The film is raw in every sense, full of strong, colourful language, though that’s not to say it’s rough visually. It is certainly a rough slice of rough life, and the locals are not about to change their language patterns for anyone: "It’s very important that this film gets onto television," says O’Rourke, "because of the reach of audiences. The language might be a problem, but it’s not for me to censor how people speak. The worst thing I can imagine, though, is bleeping out the swear words. That would turn the ‘c’ word into an offensive sexual term, which it isn’t in the context of how people speak in Cunnamulla…" and many other places across Australia. O’Rourke talks about the term in context as in, "hi there, sweet cunt" used by Aborigines (among others) in a sisterly, celebratory argot. Not that the white men of Cunnamulla using the word fall into the same category . . .

Another controversial issue is the shocking intimacy of two teenage girls. "It’s a really complicated issue," says O’Rourke, as if to say there’s not much point making a doco about simple ones. "It’s a moral decision [how to film them] but it was one of the girls, Cara, who was the one who invited me to include her, unlike the others who I’d discovered myself. She represents the more marginal of the marginal.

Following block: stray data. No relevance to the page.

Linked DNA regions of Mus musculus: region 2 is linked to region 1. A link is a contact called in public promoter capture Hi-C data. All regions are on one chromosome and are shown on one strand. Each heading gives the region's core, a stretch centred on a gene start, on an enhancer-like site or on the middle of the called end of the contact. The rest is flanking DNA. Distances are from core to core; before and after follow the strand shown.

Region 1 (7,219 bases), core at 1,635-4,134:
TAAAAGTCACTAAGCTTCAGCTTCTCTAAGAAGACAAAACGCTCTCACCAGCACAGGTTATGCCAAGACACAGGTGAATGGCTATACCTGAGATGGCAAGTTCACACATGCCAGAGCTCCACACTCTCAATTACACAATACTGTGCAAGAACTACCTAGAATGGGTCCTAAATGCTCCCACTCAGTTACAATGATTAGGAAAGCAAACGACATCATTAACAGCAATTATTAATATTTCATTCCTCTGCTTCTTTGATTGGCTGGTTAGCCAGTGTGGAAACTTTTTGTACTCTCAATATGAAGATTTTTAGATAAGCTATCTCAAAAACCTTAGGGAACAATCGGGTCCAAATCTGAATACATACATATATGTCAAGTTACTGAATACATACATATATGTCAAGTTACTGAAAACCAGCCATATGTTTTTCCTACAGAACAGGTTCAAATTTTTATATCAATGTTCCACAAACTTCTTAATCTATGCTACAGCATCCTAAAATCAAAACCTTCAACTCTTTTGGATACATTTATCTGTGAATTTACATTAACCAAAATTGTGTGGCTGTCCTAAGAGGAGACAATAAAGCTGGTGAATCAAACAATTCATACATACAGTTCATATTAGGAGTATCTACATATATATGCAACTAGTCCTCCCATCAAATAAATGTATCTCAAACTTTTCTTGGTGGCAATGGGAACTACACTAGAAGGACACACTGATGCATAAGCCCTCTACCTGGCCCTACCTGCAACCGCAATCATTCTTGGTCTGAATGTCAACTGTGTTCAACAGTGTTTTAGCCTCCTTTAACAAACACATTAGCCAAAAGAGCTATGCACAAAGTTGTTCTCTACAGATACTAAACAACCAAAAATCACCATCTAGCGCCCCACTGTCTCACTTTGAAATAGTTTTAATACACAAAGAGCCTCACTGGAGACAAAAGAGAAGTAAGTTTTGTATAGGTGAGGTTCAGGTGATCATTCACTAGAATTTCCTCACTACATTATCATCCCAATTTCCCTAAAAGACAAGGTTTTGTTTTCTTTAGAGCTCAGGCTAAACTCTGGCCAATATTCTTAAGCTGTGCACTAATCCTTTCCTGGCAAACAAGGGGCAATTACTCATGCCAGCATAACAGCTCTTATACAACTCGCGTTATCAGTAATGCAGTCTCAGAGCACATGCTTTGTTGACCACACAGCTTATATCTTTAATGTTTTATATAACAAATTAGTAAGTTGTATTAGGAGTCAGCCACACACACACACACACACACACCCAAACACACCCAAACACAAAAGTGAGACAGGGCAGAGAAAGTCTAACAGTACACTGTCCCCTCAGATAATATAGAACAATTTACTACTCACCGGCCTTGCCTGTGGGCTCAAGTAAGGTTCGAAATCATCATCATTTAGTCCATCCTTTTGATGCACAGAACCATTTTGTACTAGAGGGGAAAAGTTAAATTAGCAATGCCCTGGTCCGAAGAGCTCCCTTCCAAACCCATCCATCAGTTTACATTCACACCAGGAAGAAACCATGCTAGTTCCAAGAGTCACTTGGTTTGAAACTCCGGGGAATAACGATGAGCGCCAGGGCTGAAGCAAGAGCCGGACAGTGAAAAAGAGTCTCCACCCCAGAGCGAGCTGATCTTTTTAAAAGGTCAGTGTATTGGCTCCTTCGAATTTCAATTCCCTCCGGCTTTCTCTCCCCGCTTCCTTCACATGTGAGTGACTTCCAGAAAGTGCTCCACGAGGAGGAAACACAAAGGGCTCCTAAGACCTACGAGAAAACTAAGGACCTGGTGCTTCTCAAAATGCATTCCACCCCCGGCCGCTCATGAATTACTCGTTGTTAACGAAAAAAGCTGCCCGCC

"She and her friend Kelly-Anne volunteered one evening in the ghostlike town after dinner. ‘Hey Mr Movieman, she called out, why don’t you film us…’ After meeting her mum, I did." O’Rourke then goes on to talk about Cara’s troubled family situation and observes the irony that it was the mum who had to sign the clearance form.

There are 10 major and 15 minor characters in Cunnamulla the film; some people say this is not a truly representative sample of a town of almost 2,000 people, and that it’s like filming a few interviews in Sydney’s poverty stricken Redfern and calling the film Sydney. O’Rourke sees his film as a searing look, not from the outside looking in, but from the inside, looking out.

"a metaphor for destruction"

In one scene, a dog catcher shoots an abandoned dog – one of many. O’Rourke defends the scene: "Everything in the film is a metaphor – and that is a metaphor for destruction."

Published: December 14, 2000

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Dennis O'Rourke

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*Front Up series 8, on SBS TV at 7.30pm from Tuesday January 2, 2001.